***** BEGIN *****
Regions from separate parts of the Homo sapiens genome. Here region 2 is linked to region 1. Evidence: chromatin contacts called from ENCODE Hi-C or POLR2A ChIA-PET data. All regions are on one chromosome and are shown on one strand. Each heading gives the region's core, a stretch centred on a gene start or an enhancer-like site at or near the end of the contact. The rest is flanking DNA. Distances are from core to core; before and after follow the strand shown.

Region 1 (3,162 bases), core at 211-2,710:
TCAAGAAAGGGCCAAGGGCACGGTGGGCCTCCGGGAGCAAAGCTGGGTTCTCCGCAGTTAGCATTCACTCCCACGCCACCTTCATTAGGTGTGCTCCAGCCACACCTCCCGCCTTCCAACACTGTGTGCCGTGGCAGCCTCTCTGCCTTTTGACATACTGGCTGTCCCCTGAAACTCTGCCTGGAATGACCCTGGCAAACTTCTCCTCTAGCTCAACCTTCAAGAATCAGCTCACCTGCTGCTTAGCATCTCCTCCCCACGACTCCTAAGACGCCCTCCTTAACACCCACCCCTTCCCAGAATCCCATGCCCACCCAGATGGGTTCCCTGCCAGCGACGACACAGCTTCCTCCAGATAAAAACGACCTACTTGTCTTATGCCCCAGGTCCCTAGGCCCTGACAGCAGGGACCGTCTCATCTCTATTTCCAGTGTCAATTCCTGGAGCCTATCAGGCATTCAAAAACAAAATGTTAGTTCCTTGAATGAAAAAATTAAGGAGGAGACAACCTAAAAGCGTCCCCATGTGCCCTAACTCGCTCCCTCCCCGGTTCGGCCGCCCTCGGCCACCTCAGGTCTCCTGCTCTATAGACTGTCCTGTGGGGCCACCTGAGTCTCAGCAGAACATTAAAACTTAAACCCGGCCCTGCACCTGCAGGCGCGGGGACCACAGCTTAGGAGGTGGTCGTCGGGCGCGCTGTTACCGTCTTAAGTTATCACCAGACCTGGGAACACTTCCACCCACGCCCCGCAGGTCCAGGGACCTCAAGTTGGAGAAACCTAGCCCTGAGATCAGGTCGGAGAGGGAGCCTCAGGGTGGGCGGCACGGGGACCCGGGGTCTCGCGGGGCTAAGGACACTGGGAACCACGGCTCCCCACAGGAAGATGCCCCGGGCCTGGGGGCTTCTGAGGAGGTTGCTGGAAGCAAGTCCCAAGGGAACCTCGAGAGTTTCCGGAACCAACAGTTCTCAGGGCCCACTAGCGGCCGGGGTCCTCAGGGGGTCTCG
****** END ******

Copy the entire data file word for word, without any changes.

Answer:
Regions from separate parts of the Homo sapiens genome. Here region 2 is linked to region 1. Evidence: chromatin contacts called from ENCODE Hi-C or POLR2A ChIA-PET data. All regions are on one chromosome and are shown on one strand. Each heading gives the region's core, a stretch centred on a gene start or an enhancer-like site at or near the end of the contact. The rest is flanking DNA. Distances are from core to core; before and after follow the strand shown.

Region 1 (3,162 bases), core at 211-2,710:
TCAAGAAAGGGCCAAGGGCACGGTGGGCCTCCGGGAGCAAAGCTGGGTTCTCCGCAGTTAGCATTCACTCCCACGCCACCTTCATTAGGTGTGCTCCAGCCACACCTCCCGCCTTCCAACACTGTGTGCCGTGGCAGCCTCTCTGCCTTTTGACATACTGGCTGTCCCCTGAAACTCTGCCTGGAATGACCCTGGCAAACTTCTCCTCTAGCTCAACCTTCAAGAATCAGCTCACCTGCTGCTTAGCATCTCCTCCCCACGACTCCTAAGACGCCCTCCTTAACACCCACCCCTTCCCAGAATCCCATGCCCACCCAGATGGGTTCCCTGCCAGCGACGACACAGCTTCCTCCAGATAAAAACGACCTACTTGTCTTATGCCCCAGGTCCCTAGGCCCTGACAGCAGGGACCGTCTCATCTCTATTTCCAGTGTCAATTCCTGGAGCCTATCAGGCATTCAAAAACAAAATGTTAGTTCCTTGAATGAAAAAATTAAGGAGGAGACAACCTAAAAGCGTCCCCATGTGCCCTAACTCGCTCCCTCCCCGGTTCGGCCGCCCTCGGCCACCTCAGGTCTCCTGCTCTATAGACTGTCCTGTGGGGCCACCTGAGTCTCAGCAGAACATTAAAACTTAAACCCGGCCCTGCACCTGCAGGCGCGGGGACCACAGCTTAGGAGGTGGTCGTCGGGCGCGCTGTTACCGTCTTAAGTTATCACCAGACCTGGGAACACTTCCACCCACGCCCCGCAGGTCCAGGGACCTCAAGTTGGAGAAACCTAGCCCTGAGATCAGGTCGGAGAGGGAGCCTCAGGGTGGGCGGCACGGGGACCCGGGGTCTCGCGGGGCTAAGGACACTGGGAACCACGGCTCCCCACAGGAAGATGCCCCGGGCCTGGGGGCTTCTGAGGAGGTTGCTGGAAGCAAGTCCCAAGGGAACCTCGAGAGTTTCCGGAACCAACAGTTCTCAGGGCCCACTAGCGGCCGGGGTCCTCAGGGGGTCTCG